Intel CEO previews next generation chip
- By John K. Waters
In his opening keynote at last week's Intel Developer Forum, Intel president
Paul Otellini told a packed auditorium at the San Jose Convention Center that
his company plans to continue boosting chip performance and adding features
despite the downturn in PC sales. Intel, he maintained, will maintain its market
dominance by utilizing technologies such as hyperthreading, the
performance-enhancing server technology his company plans to bring to the
desktop later this year. He also promised new technology for securing data on
hard drives during 2003.
Hyperthreading allows different elements of the chip, such as the integer
unit for graphics processing the floating-point unit for complex calculations,
to be active at the same time. Otellini called the performance improvement such
multitasking yields (25 to 30 percent by Intel's estimates) a ''free boost''
because the circuitry to enable it is already on the Pentium 4. Hyperthreading
will be part of the 3GHz Pentium 4 for desktops, due later in Q3, Otellini said.
Otellini used the forum to outline Intel's plans to unveil new security
technology he claimed can prevent hackers or viruses from obtaining or
corrupting data on a PC. Code named LaGrande, this technology places a secure
wrapper around selected hard-drive data, the keyboard, the display and the
interconnects inside the box, he said.
''[LaGrande] will minimize the ability of people to steal credit card numbers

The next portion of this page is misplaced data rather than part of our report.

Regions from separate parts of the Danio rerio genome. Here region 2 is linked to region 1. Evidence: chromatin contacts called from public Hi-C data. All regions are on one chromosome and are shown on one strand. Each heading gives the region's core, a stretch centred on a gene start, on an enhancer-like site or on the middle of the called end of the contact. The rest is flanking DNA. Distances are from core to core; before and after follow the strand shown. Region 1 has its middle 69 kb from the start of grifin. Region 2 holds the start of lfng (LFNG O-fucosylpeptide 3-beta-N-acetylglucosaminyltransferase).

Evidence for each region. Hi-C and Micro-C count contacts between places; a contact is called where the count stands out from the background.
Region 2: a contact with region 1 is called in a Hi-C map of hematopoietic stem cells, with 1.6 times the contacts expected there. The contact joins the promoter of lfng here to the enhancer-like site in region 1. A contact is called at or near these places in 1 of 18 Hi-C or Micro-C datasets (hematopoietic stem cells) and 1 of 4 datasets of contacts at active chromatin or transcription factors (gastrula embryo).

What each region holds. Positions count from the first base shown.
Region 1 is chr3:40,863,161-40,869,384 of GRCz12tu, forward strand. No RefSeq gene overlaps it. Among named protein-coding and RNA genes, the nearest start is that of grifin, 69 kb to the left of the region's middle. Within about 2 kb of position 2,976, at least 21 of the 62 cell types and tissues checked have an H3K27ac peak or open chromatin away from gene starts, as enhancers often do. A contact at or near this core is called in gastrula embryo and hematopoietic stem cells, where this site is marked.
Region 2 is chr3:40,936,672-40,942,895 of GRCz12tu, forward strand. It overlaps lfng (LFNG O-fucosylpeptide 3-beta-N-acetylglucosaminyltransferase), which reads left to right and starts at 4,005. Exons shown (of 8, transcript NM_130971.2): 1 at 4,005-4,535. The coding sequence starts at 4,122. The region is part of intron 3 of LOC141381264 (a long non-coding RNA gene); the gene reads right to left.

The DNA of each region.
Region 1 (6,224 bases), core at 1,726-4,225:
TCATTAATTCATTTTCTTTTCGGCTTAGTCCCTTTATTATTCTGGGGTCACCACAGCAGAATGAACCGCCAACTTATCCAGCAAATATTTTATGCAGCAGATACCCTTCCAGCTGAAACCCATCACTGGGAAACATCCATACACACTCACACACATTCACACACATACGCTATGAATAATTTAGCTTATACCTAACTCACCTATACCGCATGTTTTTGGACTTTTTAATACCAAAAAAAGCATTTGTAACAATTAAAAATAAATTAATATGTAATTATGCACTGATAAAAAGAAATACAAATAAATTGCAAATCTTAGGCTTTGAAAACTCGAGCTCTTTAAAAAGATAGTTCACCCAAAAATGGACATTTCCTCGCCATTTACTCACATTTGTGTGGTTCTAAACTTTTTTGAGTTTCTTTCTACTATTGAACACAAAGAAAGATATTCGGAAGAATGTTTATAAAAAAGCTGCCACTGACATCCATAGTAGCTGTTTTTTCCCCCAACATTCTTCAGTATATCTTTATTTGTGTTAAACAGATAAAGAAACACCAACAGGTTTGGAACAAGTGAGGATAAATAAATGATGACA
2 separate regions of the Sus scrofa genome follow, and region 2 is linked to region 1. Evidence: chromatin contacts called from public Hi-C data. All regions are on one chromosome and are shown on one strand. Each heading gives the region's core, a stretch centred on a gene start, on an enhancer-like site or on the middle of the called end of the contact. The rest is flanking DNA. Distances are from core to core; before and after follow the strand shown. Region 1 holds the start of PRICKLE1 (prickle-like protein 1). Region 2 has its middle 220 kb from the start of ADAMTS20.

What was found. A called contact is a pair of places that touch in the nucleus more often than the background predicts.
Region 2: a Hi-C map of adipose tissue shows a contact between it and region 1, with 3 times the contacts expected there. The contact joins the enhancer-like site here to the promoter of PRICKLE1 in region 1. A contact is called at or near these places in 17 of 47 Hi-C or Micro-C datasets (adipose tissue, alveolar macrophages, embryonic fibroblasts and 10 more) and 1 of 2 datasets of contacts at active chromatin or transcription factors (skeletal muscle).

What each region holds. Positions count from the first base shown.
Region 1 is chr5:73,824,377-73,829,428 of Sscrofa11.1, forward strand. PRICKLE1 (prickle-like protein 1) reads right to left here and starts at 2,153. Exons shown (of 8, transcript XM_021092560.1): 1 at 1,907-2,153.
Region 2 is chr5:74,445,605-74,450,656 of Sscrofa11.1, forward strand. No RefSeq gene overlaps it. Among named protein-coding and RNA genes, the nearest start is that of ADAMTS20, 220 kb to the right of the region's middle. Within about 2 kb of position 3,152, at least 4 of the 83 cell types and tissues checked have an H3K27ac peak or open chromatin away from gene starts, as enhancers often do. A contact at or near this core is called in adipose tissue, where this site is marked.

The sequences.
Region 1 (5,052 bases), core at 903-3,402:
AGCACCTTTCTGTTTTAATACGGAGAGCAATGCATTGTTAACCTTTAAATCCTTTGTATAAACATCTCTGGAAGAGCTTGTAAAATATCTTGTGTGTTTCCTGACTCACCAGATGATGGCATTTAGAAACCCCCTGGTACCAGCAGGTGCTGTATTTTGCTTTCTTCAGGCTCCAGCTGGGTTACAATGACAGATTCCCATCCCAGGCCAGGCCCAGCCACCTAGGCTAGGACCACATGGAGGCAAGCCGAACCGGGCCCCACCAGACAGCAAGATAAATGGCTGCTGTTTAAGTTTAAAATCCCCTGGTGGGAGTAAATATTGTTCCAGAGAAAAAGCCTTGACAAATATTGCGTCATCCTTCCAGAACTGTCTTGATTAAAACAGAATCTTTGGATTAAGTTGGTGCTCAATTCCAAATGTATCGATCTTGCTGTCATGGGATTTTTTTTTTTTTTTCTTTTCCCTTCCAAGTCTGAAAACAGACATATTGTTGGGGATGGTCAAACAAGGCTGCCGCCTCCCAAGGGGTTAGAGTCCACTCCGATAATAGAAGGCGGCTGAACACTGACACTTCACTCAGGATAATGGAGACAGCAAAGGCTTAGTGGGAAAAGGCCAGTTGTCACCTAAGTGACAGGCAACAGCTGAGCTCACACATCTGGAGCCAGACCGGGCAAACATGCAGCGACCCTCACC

or break into your hard drive to snoop,'' Otellini told his audience.
''Protecting users' data, protecting users' identity, protecting transactions
are all on the list of things we want to do.'' Otellini said LaGrande will be
part of Prescott, Intel's next gen desktop chips, expected later this year. He
added that it will be will be ''opt in'' technology, allowing users to turn it
Otellini also demoed the next version of its Itanium processor, code named
Madison, on computers from NEC. The Madison chip contains approximately half a
billion transistors, compared with the Itanium II's approximately 220 million,
Otellini said. The processor, scheduled for release next year, will outperform
the current Itanium II by 30 percent, he added.
Otellini also demoed a new notebook chip called Banias, due in the first
quarter of next year. The Banias chips are expected to run at up to 1.6GHz, and
Intel says that notebooks running it will have longer battery life than standard
Pentium notebooks. They will also come with integrated 802.11a and 802.11b
wireless technology, Otellini said.
The four-day conference drew a record crowd to the San Jose Convention Center
(Sept 9-12), according to conference organizations. The event was
future-focused, covering such topics as nanotechnology, wireless networking,
gigabit Ethernet, advances in graphics programming and a dual-core
John K. Waters is a freelance writer based in Silicon Valley. He can be reached